Testosterone Test Taints Tour de France Winner
DON GONYEA, host:
This is MORNING EDITION from NPR News. I'm Don Gonyea.
RENEE MONTAGNE, host:
And I'm Renee Montagne. It was just last Sunday that Floyd Landis won the Tour de France, a champion. Today his cycling team Phonak issued a statement saying he has tested positive for high levels of testosterone. The test was reportedly conducted after Landis' comeback victory in the 17th stage of the race. NPR's sports correspondant Tom Goldman joins me now. Good morning.
TOM GOLDMAN reporting:
Good morning, Renee.
MONTAGNE: Big, exciting news after he succeeded seven-time winner Lance Armstrong. What do we know now about this test?
GOLDMAN: What we know is, as you say, Phonak confirmed that his A sample tested positive for high levels of testosterone. Phonak was told this Wednesday by cycling's international governing body. The test was taken after that epic victory in the Alps, I think that a lot of people will remember, called one of the greatest rides ever in Tour history. He had had a horrible day before and lost eight-plus minutes in the overall competition. And then this ride vaulted him back into contention, and he ultimately won the race.
MONTAGNE: Could Landis' testosterone levels have been naturally higher?
GOLDMAN: Perhaps. Testosterone is a naturally-occurring male hormone. And also, you know, there's speculation if it were synthetic, it might've been used to treat his now famous injured hip. An anti-doping expert I talked to said synthetic testosterone is not the preferred method of doping in cycling, like riders using EPO or blood transfusions and stimulants. That said, it can be used illegally to aid in strength and recovery.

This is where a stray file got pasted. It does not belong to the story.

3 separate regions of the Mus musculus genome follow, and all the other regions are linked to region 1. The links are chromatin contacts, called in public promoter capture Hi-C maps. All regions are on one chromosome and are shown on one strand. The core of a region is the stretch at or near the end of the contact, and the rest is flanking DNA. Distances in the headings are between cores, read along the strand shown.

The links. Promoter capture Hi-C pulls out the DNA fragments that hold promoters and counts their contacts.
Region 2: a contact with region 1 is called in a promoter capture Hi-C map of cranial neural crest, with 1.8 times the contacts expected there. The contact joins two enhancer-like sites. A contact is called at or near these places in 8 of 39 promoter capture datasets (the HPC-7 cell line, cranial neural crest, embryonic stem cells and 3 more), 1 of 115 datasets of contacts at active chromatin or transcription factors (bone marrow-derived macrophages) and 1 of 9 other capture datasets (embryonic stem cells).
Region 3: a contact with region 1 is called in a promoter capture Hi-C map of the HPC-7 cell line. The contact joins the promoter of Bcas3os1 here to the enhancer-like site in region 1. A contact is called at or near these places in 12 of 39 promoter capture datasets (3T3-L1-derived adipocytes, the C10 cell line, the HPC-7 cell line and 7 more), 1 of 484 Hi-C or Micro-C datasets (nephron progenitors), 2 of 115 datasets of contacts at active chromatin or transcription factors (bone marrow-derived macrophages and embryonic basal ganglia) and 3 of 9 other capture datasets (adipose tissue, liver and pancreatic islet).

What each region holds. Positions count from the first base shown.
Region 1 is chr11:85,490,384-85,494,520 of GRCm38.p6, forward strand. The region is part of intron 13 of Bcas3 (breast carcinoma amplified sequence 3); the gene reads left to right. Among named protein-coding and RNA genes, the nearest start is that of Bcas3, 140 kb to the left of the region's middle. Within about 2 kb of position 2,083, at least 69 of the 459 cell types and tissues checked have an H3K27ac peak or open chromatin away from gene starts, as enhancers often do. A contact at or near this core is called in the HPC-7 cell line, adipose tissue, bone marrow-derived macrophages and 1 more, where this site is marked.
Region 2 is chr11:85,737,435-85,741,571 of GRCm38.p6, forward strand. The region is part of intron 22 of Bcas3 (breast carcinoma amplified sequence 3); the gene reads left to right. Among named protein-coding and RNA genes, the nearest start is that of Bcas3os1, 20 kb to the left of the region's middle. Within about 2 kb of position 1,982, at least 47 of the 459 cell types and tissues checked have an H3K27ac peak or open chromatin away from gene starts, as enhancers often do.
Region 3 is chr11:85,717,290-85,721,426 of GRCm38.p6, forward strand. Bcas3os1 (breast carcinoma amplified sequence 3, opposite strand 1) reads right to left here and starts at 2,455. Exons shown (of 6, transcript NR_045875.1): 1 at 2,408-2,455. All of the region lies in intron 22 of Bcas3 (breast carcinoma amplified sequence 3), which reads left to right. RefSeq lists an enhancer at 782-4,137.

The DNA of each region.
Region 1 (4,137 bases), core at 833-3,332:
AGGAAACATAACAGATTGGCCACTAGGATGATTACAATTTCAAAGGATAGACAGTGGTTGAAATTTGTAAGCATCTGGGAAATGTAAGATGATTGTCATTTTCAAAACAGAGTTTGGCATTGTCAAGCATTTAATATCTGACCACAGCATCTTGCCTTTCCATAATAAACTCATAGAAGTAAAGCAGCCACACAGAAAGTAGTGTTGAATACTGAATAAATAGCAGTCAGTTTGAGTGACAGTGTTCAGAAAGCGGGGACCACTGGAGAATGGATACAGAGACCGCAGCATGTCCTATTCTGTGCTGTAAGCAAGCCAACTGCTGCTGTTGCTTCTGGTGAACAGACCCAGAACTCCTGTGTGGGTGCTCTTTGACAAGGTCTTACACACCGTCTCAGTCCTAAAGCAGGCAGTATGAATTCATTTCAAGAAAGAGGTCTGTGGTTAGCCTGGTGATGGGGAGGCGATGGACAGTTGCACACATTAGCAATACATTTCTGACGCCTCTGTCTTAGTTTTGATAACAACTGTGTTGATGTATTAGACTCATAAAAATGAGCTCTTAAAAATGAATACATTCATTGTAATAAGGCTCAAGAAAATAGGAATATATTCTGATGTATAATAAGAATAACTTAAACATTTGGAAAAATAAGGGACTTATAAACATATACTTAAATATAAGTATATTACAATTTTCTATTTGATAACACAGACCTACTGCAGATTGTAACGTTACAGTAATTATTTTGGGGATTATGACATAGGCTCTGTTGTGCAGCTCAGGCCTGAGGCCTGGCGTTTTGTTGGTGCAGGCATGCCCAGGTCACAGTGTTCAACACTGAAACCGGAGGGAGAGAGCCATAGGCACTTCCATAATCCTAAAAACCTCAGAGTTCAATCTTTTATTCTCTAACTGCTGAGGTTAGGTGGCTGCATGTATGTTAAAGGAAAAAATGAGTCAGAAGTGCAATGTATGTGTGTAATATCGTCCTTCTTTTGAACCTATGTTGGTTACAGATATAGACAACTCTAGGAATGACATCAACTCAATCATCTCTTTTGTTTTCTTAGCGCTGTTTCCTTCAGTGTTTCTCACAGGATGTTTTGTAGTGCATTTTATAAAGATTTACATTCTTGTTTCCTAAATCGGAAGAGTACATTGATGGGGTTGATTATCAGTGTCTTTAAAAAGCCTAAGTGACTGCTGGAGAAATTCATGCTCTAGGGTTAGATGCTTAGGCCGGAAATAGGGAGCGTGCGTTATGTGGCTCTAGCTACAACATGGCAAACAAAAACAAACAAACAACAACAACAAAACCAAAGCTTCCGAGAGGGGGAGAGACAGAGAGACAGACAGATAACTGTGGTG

MONTAGNE: So what happens to Landis now? I mean, is there appeal? Does he lose his title?
GOLDMAN: Well, I mentioned the A sample had been confirmed positive. When you do drug testing, they take two samples, an A and a B. Now they have to test the B sample. And if that's also positive, Phonak says it will fire Landis, and then his Tour de France victory could be in jeopardy. This anti-doping expert I spoke to today said it's most unusual, even extraordinary, for a B sample to not be positive after an A sample registers positive.
MONTAGNE: So if this is confirmed, what impact would Landis taking testosterone have on cycling?
GOLDMAN: Oh, huge. Enormous. Can I think of another word? If it's true - I mean, this tour started with a major doping scandal. Several of the top riders were kicked out the day before the race began. They were linked to an ongoing doping scandal in Spain. And Landis' victory helped people kind of forget about that. He was being hailed even by veteran tour watchers as a clean rider who did it on guts and will power. If Landis indeed has tested positive and broken the rules, it'll be an enormous setback for a sport that already is dealing with major image problems.
MONTAGNE: Thanks very much, Tom.
GOLDMAN: You're welcome.
MONTAGNE: NPR's sports correspondant Tom Goldman.
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